FARMERSVILLE, Texas — A converted 1920s onion shed tells the story of Farmersville, Texas. 

The building houses the town’s Heritage museum, which is dedicated to hometown hero Audie Murphy. 

Murphy grew up in this area but called Farmersville home when he joined the military. With a baby face and barely five and a half feet tall, Murphy entered World War II just another kid. He came home a hero.

“His humility is what is overwhelming to me. He never wanted to be a hero and would never call himself a hero, ” said Farmersville Mayor Bryon Wiebold.

That huge welcome home in 1945 is pictured in the pages of Life Magazine. A memorial to Murphy now stands in that very spot in downtown. 

“He was a poor kid from a small town, basically a nobody who went to war and became the most decorated soldier of World War II,” said U.S. Army veteran Darrell Moore.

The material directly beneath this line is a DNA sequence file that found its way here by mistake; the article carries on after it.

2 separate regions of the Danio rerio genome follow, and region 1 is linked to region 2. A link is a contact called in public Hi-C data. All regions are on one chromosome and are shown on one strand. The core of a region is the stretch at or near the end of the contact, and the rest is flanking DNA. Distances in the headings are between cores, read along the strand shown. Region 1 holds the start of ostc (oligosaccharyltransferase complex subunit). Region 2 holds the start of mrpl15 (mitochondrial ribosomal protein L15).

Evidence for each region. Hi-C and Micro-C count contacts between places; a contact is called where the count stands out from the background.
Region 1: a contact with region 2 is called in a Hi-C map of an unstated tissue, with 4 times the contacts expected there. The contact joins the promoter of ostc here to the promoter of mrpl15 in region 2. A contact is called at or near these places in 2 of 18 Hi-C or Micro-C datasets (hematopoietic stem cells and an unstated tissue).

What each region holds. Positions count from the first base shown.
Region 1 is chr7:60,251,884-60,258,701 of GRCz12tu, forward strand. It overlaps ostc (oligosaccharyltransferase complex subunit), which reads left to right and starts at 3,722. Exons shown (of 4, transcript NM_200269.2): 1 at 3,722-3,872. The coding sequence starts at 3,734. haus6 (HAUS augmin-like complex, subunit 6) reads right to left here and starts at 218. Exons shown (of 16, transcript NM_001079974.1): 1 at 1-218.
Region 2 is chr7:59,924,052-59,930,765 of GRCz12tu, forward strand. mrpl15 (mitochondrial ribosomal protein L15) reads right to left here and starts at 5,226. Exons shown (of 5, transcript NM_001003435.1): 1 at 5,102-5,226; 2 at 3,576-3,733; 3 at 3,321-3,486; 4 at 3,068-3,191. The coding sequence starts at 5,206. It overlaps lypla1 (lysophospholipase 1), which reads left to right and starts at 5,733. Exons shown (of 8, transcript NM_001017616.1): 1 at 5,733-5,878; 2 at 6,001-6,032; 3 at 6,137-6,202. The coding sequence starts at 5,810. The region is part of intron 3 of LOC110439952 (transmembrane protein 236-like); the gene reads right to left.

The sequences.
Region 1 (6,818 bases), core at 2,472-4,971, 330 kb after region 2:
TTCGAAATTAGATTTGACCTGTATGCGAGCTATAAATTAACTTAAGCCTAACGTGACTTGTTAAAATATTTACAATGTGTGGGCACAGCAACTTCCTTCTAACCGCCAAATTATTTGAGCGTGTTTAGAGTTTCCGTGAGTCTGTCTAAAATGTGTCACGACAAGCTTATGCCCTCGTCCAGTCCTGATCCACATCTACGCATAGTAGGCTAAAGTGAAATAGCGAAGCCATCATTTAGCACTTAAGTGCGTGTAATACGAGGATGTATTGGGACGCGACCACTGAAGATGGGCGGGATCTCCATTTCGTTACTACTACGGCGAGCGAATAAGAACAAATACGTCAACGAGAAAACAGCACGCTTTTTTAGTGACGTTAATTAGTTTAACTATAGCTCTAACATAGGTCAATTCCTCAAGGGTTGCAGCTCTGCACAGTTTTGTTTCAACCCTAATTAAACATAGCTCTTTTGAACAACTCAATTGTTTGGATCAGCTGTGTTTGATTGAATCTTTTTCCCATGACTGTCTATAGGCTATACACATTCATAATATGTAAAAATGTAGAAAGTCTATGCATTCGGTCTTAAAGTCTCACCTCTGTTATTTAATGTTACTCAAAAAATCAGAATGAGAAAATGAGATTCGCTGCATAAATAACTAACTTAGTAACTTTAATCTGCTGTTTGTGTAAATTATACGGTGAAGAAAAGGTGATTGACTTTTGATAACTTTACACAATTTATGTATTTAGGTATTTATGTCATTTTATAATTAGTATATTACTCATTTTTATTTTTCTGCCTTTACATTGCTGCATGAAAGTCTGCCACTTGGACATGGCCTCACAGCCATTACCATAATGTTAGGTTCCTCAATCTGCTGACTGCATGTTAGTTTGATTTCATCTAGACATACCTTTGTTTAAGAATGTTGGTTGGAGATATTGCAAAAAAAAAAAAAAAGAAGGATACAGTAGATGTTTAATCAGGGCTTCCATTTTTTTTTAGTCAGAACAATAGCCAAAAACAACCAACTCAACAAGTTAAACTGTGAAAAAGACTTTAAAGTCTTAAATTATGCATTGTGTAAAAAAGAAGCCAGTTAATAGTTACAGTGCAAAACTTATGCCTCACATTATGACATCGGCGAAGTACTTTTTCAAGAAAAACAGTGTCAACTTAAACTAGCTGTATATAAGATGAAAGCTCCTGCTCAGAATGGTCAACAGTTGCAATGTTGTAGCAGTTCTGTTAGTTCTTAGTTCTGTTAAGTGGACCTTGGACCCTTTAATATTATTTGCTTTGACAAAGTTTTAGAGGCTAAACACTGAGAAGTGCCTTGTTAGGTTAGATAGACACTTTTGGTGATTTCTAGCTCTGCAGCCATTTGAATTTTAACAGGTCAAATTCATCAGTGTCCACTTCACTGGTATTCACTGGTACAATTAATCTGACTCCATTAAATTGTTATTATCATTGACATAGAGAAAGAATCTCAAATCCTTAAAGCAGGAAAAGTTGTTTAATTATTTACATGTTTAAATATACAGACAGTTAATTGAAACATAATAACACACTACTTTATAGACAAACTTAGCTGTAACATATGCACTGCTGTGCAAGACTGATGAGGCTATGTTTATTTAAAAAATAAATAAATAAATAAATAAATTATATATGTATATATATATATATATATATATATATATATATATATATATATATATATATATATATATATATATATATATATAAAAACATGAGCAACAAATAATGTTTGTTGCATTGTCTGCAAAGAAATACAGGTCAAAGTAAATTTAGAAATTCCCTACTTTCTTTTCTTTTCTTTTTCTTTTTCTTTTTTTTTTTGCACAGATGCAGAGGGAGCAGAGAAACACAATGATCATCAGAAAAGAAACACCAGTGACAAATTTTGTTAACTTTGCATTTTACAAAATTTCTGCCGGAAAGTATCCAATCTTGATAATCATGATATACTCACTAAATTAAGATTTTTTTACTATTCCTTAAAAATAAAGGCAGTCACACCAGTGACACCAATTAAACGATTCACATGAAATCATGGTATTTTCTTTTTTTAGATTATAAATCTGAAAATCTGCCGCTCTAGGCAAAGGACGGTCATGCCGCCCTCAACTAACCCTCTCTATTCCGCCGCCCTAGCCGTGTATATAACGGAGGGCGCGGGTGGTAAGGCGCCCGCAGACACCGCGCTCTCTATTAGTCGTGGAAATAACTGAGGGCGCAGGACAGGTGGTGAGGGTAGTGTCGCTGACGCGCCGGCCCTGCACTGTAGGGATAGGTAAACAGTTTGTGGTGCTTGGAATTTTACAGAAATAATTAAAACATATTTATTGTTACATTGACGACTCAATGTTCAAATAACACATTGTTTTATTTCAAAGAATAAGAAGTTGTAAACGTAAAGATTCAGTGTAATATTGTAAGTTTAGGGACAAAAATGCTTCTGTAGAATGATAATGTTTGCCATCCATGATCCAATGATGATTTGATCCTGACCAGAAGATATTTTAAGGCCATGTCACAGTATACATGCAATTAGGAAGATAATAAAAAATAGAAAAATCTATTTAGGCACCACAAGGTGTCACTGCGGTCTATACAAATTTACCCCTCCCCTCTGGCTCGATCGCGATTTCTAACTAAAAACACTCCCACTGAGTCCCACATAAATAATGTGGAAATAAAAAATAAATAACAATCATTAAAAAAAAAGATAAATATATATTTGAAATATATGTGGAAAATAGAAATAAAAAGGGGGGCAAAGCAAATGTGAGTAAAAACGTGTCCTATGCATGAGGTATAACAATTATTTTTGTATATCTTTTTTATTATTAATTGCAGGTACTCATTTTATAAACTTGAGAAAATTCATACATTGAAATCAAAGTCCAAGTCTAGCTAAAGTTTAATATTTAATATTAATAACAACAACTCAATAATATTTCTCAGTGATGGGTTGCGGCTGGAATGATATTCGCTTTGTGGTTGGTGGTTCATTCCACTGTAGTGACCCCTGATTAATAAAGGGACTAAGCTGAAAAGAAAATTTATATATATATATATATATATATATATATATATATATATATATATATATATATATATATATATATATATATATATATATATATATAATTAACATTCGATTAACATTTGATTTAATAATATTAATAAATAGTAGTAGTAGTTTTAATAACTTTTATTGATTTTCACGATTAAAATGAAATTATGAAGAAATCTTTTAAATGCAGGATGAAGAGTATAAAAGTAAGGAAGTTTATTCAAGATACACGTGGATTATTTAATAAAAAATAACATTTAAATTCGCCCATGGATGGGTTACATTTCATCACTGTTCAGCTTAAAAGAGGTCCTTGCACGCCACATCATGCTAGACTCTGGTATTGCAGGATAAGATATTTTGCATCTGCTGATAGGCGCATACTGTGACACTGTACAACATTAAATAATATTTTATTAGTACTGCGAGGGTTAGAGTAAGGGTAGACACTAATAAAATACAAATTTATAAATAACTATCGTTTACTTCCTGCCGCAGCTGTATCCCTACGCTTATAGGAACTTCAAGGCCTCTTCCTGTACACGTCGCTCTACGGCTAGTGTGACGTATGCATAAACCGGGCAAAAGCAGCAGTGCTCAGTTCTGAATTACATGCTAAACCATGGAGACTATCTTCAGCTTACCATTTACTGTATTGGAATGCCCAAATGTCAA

Moore grew up in the same area as Audie Murphy. They were separated by two generations but shared a passion for helping others, even on the battlefield.

“It doesn’t matter who you are or where you come from - it's what’s in your heart that matters, and it's what he was capable of doing,” said Moore.

In France, Murphy climbed a tank all alone, holding off the enemy. His actions are depicted in the film about his life, “To Hell and Back.”  A piece of the real tank is headed to Farmersville courtesy of the town’s sister city in France.

“It’s a wheel that ran the track on that tank destroyer. We’re excited to receive it into the museum here,” said Mayor Wiebold.

Murphy’s brave actions would earn him the Medal of Honor. More than 75 years later he’s still considered a hometown hero: a boy from Farmersville who did what he had to do when duty called.